I let myself get stuck in the middle of a chapter I’m revising, and because I let myself get stuck, I let other things become more important. Books and television shows and concerts and time with the children, and while all of these things are important, nothing is as important as recognizing hurdles that need hurdling. Like this chapter in which I’m stuck.
Except I’m not stuck. Not really. I know where the chapter goes, and I know how the chapter starts, and I know all of the middle bits, but my process is tricky. I don’t like writing just to write, and I don’t like feeling that I’m writing just to get to a later point in the story/chapter/essay, knowing that I can always come back and revise. Knowing that I’ll need to come back and revise messes with the rhythm of the sentences. Repetition one way of linking together ideas and sentences and thoughts.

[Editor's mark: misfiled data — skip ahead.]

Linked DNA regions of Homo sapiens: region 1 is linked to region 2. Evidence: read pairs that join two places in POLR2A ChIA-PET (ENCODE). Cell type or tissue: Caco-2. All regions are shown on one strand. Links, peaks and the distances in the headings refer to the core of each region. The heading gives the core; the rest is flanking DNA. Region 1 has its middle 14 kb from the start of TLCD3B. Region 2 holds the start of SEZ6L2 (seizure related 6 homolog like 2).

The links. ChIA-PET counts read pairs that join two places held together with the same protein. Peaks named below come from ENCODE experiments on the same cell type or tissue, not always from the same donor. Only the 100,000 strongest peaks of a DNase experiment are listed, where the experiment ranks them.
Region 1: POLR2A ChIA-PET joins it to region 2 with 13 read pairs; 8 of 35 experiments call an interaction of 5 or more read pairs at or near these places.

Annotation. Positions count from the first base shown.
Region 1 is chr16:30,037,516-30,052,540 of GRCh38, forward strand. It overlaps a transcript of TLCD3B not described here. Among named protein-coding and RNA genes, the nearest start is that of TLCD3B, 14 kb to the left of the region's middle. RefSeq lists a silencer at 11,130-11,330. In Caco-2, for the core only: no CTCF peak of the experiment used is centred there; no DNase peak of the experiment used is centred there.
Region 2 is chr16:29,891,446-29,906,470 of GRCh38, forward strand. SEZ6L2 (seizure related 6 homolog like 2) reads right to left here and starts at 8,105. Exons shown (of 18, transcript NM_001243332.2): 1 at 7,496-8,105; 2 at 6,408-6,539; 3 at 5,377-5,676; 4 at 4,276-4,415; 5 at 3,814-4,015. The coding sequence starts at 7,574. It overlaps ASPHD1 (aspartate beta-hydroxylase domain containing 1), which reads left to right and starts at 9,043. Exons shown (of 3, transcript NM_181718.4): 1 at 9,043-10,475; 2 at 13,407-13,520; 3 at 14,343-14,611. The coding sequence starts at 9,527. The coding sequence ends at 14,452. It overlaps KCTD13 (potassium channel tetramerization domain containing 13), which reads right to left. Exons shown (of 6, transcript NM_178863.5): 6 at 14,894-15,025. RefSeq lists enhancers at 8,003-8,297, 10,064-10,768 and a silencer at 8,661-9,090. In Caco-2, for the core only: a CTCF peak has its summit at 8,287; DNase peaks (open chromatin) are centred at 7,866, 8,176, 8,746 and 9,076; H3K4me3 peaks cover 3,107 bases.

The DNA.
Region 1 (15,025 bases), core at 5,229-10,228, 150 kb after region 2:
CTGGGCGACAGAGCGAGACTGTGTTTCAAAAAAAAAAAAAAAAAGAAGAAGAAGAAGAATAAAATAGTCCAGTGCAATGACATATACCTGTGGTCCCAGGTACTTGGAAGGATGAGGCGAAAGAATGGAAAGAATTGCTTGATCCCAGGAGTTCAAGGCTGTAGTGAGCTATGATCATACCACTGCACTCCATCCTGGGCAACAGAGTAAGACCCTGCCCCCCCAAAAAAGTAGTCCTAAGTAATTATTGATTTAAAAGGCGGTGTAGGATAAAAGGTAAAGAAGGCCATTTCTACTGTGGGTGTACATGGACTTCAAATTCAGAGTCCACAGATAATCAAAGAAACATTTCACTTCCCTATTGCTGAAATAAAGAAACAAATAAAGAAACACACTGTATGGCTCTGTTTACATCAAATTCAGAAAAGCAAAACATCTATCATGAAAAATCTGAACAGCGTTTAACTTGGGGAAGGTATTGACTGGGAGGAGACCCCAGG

I’ve been stuck, and today, I got unstuck. I have tried, unsuccessfully, several ways of wading into this chapter, and each time I got more mired in what I wasn’t writing, and I walked away from it, and I let it kind of write itself for a while in my head, and last night I discarded a mental beginning, mostly because I didn’t like it, and today, while I was working on a Web site I’m developing for my boss, I wrote three sentences in my head, the last of which ends: I didn’t think hugging her was appropriate.
And I realized I had my way into the chapter.
Which is how I’ve spent most of my post-yoga and post-dinner evening — once Aurora was asleep and Avery was happy in front of his iPad and bowl of strawberry ice cream — mired, but happily so, inside this chapter that must be revised.
My friend Mallory, when she read some of these pages, told me that the magic of Thursday strikes again. She thinks that some of my best writing happens on Thursdays, and if she is right, then I’m OK living somewhere where every day of the week is a Thursday.